This week the United Methodist Church met in a special conference to consider that denomination’s stance on human sexuality. Their discussion is not new or unique to the United Methodist Church. Questions of LGBTQ rights have been debated in many Christian denominations since the early 1970s. The Episcopal Church first addressed homosexuality in 1976, at which time it declared that, “homosexual persons are children of God who have a full and equal claim with all other persons upon the love, acceptance and pastoral concern and care of the church.” On July 13 of 2018, the Episcopal Church passed a historic resolution giving all Episcopalians the ability to be married by their priests in their home churches. Other denominations continue to debate their positions on such important issues.
Divisions over church polity are not a modern phenomena. Contrary to the popular notion that the “the Reformation” split the Christian church, scripture tells us that Christians have experienced divisions practically from the religion’s founding. The letters of St. Paul occupy about two-thirds of the New Testament, the primary foundation of Christian belief, and pre-date the Gospels. Significantly, the most prominent topic across those letters is dissension within the church. Many of St. Paul’s letters reprimand Christian church communities for excluding individuals for a variety of sociocultural reasons and emphasize the fundamental teachings of Jesus: Love God and love one another. Unfortunately, 20 centuries later, we have not learned that lesson.
We have become not one Christianity but many, with some church leaders going so far as to claim sole ownership of the phrase, “under God.” Such statements are completely inconsistent with the words of St. Paul, who wrote, “I appeal to you, brothers and sisters,[ by the name of our Lord Jesus Christ, that all of you be in agreement and that there be no divisions among you, but that you be united in the same mind and the same purpose” (1 Corinthians 1:10). Of course, there is much debate over which of those “minds” is the right one.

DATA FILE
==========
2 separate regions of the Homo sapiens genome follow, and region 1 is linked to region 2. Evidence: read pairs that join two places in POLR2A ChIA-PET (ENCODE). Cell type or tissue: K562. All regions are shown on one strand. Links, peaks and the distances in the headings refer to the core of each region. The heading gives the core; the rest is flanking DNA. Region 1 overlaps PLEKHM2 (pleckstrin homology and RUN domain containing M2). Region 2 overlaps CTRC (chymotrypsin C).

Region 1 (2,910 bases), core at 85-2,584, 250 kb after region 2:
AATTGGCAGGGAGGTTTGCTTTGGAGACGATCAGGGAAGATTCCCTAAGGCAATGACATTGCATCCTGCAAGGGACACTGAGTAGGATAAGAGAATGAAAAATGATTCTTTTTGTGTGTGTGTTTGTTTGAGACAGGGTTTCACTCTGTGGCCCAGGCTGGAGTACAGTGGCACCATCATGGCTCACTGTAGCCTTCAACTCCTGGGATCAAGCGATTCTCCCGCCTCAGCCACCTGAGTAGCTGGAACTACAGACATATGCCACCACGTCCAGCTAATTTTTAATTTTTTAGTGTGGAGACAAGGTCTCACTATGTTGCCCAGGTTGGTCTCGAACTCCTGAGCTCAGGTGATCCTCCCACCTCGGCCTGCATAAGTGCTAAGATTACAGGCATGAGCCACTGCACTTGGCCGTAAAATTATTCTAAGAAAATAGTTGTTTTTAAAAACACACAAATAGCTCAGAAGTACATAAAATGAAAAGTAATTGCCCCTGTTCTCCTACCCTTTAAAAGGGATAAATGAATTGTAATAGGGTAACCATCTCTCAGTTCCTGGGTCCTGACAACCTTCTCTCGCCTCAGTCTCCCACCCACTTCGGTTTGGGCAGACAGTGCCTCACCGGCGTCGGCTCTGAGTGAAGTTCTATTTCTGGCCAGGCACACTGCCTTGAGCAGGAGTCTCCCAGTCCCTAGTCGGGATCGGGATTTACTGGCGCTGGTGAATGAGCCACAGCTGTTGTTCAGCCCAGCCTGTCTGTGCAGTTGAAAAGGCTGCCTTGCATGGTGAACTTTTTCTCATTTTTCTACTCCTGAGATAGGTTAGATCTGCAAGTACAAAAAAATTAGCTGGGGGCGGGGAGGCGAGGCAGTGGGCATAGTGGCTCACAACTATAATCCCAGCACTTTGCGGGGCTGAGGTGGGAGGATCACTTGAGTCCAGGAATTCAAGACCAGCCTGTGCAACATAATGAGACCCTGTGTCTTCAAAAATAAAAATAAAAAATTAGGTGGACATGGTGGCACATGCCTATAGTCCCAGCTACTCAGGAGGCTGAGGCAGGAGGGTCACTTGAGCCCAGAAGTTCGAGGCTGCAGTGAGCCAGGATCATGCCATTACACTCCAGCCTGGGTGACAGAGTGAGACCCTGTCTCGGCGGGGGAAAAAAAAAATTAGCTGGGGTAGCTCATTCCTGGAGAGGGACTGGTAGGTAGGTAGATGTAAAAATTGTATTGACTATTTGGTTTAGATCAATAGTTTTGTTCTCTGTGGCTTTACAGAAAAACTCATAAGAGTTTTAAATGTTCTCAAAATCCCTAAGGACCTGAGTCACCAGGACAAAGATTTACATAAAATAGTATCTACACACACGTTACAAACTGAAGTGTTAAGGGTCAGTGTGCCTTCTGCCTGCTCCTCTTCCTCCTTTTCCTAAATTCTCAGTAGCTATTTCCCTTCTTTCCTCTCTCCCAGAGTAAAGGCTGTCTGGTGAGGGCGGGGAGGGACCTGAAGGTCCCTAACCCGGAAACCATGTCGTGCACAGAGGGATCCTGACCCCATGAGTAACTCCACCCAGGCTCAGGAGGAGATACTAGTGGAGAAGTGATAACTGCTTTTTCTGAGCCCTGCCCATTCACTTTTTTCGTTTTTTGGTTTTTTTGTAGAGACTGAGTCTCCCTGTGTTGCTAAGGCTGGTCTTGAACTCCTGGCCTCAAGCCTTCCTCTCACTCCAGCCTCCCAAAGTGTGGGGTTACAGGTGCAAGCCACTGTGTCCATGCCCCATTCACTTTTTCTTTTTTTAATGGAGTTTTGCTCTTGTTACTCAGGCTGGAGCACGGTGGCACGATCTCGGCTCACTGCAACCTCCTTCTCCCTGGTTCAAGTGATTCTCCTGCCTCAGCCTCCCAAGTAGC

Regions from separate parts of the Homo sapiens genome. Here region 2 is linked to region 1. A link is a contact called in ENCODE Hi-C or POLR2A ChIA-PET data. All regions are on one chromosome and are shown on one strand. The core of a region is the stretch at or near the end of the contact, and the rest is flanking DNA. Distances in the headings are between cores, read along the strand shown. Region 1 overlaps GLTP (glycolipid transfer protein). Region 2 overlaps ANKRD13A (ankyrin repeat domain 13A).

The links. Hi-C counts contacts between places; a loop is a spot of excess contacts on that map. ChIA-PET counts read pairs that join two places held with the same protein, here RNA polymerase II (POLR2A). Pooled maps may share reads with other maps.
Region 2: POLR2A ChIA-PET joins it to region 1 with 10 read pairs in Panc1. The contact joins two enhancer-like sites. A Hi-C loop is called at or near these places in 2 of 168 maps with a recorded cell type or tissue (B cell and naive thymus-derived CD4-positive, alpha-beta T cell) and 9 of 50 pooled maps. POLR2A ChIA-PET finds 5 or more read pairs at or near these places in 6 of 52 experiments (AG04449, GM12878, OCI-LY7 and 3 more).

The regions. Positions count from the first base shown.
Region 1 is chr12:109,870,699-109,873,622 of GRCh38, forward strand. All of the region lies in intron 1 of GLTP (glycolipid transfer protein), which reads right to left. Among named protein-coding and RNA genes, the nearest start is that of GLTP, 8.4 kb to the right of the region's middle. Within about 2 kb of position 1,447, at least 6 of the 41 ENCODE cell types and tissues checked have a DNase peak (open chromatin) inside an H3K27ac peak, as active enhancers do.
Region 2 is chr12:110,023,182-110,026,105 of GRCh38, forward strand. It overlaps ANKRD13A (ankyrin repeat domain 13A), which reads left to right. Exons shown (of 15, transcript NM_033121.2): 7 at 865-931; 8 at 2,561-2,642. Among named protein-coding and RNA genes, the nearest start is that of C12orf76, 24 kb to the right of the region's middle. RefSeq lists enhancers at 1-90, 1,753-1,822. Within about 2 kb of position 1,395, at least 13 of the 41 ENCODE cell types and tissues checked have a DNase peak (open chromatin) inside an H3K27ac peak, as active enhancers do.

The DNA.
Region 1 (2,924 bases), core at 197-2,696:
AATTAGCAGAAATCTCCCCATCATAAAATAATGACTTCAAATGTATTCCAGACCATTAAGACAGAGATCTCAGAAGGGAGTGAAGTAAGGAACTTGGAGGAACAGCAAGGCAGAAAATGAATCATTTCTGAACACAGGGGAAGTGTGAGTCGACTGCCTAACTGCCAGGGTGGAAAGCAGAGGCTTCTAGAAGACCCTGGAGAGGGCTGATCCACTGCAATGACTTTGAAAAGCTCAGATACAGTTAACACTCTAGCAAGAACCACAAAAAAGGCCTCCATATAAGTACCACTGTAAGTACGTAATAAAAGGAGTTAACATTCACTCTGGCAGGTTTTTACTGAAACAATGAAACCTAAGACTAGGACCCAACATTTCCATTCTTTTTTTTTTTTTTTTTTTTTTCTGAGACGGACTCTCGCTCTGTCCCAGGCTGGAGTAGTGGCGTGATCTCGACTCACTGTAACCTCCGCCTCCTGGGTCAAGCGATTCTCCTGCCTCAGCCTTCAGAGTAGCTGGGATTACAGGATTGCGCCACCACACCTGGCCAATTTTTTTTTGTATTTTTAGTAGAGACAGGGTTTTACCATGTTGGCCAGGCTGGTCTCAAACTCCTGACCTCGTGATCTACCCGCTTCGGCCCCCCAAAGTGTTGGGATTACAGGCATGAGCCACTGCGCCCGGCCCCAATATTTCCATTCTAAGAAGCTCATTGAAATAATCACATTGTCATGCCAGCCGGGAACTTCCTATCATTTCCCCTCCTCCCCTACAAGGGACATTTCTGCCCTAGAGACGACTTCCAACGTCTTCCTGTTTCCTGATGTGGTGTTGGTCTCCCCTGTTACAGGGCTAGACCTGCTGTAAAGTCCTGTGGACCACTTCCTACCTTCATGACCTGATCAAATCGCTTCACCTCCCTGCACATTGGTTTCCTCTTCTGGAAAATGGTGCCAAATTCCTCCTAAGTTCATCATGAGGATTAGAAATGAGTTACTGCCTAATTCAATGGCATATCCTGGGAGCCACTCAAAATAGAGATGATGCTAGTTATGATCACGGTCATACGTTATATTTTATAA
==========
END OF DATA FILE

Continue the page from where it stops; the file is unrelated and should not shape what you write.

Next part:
The answer to that question can be found in the portion of the Gospel of Luke which was read in both Episcopal and United Methodist (among other) congregations this past Sunday, “Love your enemies, do good to those who hate you, bless those who curse you, pray for those who abuse you. If anyone strikes you on the cheek, offer the other also; and from anyone who takes away your coat do not withhold even your shirt. Give to everyone who begs from you; and if anyone takes away your goods, do not ask for them again. Do to others as you would have them do to you (Luke 6:27-31). Thus, depriving another human being of freedom and dignity, ignoring the needs of others, and suggesting that any one of us is superior to another by virtue of race, socioeconomic status, education, creed or any other human measure, is opposed the basic principles of Christianity. Certainly, using faith to incite division and hatred is completely counter to the Christian gospel.
Nonetheless, public opinion surveys tell us that those of us who profess to follow the way of Jesus Christ have become so divided that we often do not recognize each other. We cannot imagine being able to live together, much less work together to bring the Kingdom of God to this suffering nation and the world. First century Christians had the same arguments that we do, often sorting themselves into different groups based on perceived hierarchies like who is the most or least sinful or who deserves the largest share of material goods. These tendencies continued throughout Christian history. For example, “The Protestant work ethic,” a deeply held American belief that being industrious is biblically mandated – that there is no free ride – and that people who need help drain the community of resources is one explanation for why some Christians agree to limit programs to assist those who – for a variety of reasons – have fewer concrete assets than others. But scripture does not say that people who cannot work should not share in the fruits of the community; it says that the contributions of all members of a community are required for its survival – and that those contributions are not about meeting the needs of any individual, but rather what benefits the group as a whole.
Such misreading of scripture is frequent and used maliciously to justify behavior that is opposed to foundational Christian teachings. That is why those who would follow the way of Jesus must stand firm in our faith together in order to resist the powers that would destroy the sacrificial love demonstrated in the life and death of Jesus the Christ that is at the core of our community. It is not enough to have individual faith; it is only by living out our faith in community – by working together- that we can withstand the onslaught of fear and hatred in our world. That requires knowing what it truly means to be Christian and acting on it. All those who call themselves “Christian” should work toward this goal.